What Are the Three Main Pillars of Information Security?

An Information Security Management System is designed to give your organisation a framework that protects your information assets against security threats. 

The three main pillars of information security are people, processes and technology. Each is just as important as the next, however people are the most vulnerable pillar of any ISMS. Processes are the second most susceptible pillar. Technology is the firmest pillar, as IT professionals pay the most attention to it. Within the technology pillar there are three important elements: confidentiality, integrity and availability.

The ISO 27001 standard references human resource security as one of their criteria. It’s one of the best practices for securing information. Our teams can tell you about the best practises for improving your business. We also help with meeting the ISO 27001 certification requirements. Let’s first look at the three pillars of an effective ISMS in depth. 

People

A crucial step in preventing and reducing cyber threats is ensuring that all your staff understand their cybersecurity role. Your team needs to be aware of company policies to mitigate and respond to cyber risks. They also need to know how to identify possible phishing attempts. Your people should always be mindful of the importance of using only secured and company-approved devices. Communicate any new processes for handling sensitive data to all staff. 

Ensure that your IT and cybersecurity staff have the latest skills and qualifications. They should be competent and carry out a regular risk assessment. They should also be able to install new processes and security solutions, lessening the chance of cyber attacks. Security staff should communicate any new security measure to all employees, as well as warn of identified cyber risks.

People - What Are the Three Main Pillars of Information Security? Blog | Best Practice Australia

Processes

A company’s processes refer to activities, roles and documentation. These are the procedures that the organisation uses to ensure and track cybersecurity. You need to constantly review and update strategies to deal with any new cyber threat. Which types of documentation are used to mitigate a cyber threat? Confidentiality agreements, appointment letters and company procedures all serve this purpose. 

For information security, the activities refer to how a company conducts its business. Do employees connect personal devices to the network? What about workers that complete work at home from an unsecured server and network? What measures ensuring that information remains secure does the company take? These examples are all process-related activities.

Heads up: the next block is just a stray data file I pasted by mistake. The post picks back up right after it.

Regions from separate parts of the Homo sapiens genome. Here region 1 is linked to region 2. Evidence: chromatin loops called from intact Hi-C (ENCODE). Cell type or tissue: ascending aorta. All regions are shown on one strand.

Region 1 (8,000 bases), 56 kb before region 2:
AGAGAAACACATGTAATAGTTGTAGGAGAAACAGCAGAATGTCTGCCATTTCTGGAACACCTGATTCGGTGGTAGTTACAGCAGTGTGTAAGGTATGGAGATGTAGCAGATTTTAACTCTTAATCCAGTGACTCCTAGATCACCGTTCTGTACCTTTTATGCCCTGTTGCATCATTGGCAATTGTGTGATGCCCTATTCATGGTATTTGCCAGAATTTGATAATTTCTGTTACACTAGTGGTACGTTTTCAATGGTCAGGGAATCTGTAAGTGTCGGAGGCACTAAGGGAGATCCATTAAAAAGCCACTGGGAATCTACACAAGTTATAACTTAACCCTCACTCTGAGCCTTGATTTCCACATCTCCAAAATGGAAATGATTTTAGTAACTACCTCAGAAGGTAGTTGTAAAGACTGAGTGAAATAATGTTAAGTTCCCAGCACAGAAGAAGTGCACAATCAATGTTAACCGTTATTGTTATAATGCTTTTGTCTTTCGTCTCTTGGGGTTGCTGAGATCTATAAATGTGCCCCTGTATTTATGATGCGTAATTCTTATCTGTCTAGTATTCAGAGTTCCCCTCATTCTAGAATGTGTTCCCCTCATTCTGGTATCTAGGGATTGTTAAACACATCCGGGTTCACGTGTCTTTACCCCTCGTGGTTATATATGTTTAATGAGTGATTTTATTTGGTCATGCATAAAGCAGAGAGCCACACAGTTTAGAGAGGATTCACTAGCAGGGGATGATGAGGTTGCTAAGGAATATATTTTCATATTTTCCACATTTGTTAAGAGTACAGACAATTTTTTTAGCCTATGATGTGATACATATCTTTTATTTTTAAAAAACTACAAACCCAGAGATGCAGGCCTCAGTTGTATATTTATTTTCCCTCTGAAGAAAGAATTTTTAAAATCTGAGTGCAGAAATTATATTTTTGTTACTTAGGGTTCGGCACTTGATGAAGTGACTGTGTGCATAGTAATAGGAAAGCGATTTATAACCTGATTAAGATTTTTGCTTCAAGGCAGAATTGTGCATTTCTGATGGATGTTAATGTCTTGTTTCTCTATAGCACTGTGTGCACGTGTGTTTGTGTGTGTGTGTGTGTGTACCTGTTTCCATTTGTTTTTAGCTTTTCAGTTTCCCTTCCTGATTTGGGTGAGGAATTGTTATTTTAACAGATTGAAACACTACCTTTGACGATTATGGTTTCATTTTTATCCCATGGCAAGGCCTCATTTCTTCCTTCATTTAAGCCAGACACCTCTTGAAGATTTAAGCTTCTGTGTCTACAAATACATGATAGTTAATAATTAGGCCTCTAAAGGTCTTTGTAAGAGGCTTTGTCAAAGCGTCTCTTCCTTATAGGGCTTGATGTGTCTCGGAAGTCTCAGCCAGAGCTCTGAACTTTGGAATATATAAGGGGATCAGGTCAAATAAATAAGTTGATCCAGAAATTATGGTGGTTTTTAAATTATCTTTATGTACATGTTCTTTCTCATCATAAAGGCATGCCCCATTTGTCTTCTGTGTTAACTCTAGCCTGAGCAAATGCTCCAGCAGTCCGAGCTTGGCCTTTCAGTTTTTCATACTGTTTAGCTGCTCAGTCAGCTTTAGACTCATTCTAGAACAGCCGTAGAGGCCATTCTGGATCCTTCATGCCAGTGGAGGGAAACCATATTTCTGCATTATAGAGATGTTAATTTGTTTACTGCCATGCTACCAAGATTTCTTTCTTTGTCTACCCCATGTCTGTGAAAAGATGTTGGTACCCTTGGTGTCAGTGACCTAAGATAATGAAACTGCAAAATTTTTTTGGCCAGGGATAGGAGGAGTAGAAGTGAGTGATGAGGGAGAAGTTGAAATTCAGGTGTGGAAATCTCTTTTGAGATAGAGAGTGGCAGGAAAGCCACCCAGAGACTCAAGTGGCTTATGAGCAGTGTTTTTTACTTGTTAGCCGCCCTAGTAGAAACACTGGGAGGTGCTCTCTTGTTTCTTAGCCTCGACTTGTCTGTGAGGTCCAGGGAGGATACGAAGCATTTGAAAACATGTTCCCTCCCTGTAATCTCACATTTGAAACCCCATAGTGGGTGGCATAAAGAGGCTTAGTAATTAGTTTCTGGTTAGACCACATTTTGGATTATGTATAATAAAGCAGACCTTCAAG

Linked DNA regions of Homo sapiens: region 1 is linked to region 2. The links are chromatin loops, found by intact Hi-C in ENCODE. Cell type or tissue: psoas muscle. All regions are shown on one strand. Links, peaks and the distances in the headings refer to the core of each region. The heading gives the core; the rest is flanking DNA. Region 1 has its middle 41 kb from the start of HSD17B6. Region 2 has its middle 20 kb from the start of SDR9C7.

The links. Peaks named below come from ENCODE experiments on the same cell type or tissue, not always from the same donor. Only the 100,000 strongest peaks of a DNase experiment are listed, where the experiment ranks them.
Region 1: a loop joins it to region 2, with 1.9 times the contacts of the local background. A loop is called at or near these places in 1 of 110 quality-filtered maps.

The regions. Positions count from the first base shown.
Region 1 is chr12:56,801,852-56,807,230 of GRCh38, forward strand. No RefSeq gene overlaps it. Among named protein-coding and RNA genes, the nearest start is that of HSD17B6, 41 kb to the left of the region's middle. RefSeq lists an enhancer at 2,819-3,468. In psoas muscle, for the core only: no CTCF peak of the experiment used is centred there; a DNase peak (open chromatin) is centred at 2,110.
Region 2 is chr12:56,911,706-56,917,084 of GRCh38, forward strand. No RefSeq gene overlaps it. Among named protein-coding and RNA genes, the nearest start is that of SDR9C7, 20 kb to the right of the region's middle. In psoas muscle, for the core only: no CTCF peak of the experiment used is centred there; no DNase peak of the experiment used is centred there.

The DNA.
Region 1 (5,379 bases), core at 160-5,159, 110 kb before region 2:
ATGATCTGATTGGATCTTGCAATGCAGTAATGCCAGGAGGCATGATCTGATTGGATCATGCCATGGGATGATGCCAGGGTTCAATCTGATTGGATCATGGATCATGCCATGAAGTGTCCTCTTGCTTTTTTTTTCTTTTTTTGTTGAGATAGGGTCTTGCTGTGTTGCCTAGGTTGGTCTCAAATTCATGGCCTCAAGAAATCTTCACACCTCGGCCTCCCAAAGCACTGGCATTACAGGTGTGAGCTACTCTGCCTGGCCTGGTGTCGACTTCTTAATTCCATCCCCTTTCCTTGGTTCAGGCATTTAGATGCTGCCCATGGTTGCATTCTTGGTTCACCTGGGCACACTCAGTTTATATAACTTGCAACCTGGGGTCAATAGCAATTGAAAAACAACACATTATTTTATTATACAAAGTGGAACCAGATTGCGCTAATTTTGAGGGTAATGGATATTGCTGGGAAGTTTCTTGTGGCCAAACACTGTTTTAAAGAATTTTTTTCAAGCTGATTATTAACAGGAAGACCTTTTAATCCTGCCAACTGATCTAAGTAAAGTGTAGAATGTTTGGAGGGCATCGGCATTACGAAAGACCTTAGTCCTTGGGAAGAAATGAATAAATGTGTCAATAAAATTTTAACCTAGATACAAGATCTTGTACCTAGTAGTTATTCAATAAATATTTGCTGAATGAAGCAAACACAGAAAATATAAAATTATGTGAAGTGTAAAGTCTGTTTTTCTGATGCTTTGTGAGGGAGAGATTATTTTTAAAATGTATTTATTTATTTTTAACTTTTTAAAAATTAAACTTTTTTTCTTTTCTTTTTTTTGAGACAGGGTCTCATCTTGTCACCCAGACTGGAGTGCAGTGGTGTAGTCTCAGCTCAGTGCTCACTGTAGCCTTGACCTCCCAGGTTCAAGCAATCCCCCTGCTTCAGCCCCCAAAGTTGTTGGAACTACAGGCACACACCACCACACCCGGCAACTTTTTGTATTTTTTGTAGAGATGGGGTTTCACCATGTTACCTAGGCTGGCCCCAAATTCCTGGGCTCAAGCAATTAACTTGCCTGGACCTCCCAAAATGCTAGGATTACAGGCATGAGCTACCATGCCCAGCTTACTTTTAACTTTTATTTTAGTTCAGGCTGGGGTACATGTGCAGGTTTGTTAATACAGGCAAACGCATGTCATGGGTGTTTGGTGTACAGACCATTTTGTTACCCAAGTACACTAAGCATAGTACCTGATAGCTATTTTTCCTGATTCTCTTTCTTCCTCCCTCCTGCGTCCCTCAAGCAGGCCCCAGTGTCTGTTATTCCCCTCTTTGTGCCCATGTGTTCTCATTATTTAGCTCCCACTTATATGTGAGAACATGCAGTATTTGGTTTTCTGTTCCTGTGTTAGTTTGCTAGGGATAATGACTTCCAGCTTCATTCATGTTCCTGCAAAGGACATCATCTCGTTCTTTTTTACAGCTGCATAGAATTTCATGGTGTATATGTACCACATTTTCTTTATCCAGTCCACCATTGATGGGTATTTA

Employees’ roles relate to specific people’s appointment to carry out security tasks. Conducting risk assessments is an example of this. Approving new processes is another vital role. Communicating changes to fellow employees is also essential. Appoint a member of your cybersecurity team to run security awareness campaigns. Conduct or arrange staff training to ensure compliance with company processes. Non-compliance with procedures invalidates the entire ISMS, regardless of how good it is. 

Technology

Cybersecurity and IT professionals make use of technology to meet three goals:

  • Confidentiality: Confidentiality refers to preventing unauthorised persons or programs from accessing information. You need to restrict physical access to computers, laptops and servers. Once you’ve done this, you still need technology to limit remote access as well. Encryption programs, password and PIN protections on mobile devices can achieve this. Biometric authentication is another method to keep the information confidential. 
  • Integrity: Data integrity refers to prevention measures. You need to protect data, programs and operating systems from modification or corruption. Buggy programs affect productivity. A malicious program can use this software to access confidential data. Antivirus programs and firewalls help maintain data integrity. Programs that restrict access to sensitive files or operations also contribute. Employee education and awareness of unsafe acts are also crucial.
  • Availability: Preventing data integrity loss provides availability. But there is more to it than that. You also need to manage your hardware configurations and any changes made to these. 

Conclusion

The key to achieving a successful ISMS is to adhere to the three pillars of information security. Conduct your risk assessment. Once you have identified the cyber risks, put your strategy in place. Appoint the right people. Educate the masses and adjust your processes to meet the threat. Utilise modern technology to minimise the risks. 

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